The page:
Ivar Johnsson, Woman by the sea

Ivar Johnsson
Woman by the sea

Ivar Johnsson (Swedish 1885–1970) worked in an expressive, classical style reminiscent of Carl Milles. When teaching at the Royal Academy of Fine Arts he started the very first classes on the properties of different materials for sculpting. Johnson studied in Paris in 1911–12. Back in Sweden he collaborated successfully with several well-known architects of the time. This made Johnson a sought after artist in commissions for public places, such as the facade sculptures for the Royal Institute of Technology and the reliefs decorating the entrance hall of the Stockholm City Library.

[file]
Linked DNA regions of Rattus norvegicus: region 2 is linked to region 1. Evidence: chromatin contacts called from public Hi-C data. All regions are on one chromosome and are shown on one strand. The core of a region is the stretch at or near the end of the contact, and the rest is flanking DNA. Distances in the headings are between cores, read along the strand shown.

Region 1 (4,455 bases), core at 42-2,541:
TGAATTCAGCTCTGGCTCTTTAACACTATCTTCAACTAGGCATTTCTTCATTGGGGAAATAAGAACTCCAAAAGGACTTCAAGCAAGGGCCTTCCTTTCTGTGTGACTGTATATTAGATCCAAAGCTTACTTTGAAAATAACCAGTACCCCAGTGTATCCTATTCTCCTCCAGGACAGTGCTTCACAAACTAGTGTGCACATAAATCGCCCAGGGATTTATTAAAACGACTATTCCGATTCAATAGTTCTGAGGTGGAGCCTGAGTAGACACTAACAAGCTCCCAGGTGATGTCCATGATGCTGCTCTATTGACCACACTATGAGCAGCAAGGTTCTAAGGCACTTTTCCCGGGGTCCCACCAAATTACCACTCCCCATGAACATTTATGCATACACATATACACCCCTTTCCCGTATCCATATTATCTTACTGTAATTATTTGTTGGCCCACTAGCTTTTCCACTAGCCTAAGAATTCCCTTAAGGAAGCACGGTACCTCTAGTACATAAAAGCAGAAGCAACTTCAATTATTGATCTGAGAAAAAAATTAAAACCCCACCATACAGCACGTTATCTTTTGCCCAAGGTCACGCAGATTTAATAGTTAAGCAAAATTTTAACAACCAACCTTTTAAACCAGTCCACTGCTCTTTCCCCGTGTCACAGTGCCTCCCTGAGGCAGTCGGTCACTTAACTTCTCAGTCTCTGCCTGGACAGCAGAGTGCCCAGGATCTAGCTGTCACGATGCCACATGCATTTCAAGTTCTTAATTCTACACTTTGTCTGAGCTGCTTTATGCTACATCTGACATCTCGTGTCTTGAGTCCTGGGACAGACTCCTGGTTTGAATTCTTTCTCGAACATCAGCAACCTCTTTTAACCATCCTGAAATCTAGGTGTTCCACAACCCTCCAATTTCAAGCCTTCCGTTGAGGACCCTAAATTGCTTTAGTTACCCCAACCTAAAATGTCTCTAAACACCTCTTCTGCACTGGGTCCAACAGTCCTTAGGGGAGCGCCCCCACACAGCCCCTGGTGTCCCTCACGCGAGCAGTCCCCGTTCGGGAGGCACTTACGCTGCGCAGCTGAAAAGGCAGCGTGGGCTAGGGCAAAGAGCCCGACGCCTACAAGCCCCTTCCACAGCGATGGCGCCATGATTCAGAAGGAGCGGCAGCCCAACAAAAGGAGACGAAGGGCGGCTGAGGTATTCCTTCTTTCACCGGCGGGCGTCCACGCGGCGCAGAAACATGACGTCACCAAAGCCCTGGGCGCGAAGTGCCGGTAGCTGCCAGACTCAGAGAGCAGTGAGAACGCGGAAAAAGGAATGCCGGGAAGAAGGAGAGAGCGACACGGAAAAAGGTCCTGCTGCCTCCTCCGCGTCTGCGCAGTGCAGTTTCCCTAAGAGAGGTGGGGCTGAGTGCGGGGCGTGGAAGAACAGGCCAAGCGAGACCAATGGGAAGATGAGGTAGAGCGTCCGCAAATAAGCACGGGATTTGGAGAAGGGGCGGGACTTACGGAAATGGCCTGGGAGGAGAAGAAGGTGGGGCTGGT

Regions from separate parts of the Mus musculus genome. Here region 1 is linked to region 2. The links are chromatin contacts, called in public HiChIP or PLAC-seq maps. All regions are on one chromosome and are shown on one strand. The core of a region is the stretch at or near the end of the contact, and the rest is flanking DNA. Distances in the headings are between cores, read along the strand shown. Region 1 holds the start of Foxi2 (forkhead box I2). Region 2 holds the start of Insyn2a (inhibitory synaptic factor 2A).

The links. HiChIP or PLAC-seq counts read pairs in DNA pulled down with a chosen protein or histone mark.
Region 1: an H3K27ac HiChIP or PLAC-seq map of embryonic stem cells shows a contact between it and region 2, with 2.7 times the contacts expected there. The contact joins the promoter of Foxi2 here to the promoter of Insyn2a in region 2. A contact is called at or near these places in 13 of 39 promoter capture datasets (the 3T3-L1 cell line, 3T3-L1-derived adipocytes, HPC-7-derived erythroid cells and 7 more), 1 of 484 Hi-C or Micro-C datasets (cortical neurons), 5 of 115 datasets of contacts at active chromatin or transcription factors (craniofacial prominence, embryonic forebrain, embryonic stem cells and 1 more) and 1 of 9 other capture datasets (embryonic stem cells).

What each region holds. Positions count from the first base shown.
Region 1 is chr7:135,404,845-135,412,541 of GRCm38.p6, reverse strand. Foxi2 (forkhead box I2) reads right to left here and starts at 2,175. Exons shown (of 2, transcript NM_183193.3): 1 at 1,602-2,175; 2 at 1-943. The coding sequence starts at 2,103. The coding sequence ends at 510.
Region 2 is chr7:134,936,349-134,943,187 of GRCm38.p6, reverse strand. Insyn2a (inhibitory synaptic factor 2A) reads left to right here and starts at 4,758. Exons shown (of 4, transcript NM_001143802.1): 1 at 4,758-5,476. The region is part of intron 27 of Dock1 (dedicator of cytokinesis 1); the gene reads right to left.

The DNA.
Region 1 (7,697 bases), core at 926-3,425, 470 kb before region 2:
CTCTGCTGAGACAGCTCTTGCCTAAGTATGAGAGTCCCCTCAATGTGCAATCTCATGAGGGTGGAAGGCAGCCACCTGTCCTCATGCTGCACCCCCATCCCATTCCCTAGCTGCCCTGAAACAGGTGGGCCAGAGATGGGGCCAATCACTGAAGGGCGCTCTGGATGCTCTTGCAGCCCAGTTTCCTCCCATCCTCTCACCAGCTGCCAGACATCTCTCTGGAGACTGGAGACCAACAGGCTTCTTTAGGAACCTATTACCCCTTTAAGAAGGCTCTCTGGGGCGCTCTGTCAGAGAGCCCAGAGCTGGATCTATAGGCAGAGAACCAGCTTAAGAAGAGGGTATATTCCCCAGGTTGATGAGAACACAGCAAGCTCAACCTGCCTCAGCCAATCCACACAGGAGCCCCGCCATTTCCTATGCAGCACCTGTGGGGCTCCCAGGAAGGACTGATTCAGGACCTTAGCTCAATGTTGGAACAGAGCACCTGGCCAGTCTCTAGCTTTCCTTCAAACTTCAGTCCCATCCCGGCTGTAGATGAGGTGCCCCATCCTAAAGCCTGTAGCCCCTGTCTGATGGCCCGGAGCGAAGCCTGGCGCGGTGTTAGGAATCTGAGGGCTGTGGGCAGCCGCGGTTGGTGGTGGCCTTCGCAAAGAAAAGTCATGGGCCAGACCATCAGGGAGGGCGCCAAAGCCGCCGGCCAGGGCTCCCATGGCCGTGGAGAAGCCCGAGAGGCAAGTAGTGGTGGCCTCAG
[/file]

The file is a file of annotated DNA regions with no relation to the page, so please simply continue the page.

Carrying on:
Woman by the sea (bronze 1932 purchased in 1962) is a sketch for a monument commemorating the victims of naval war. It is a touching description of controlled grief in the form of a monumental, simplistic sculpture of a sailor’s wife. The five meter high final version from 1934 stands on a column in Gothenburg harbour and is one of the artist’s best-loved sculptures.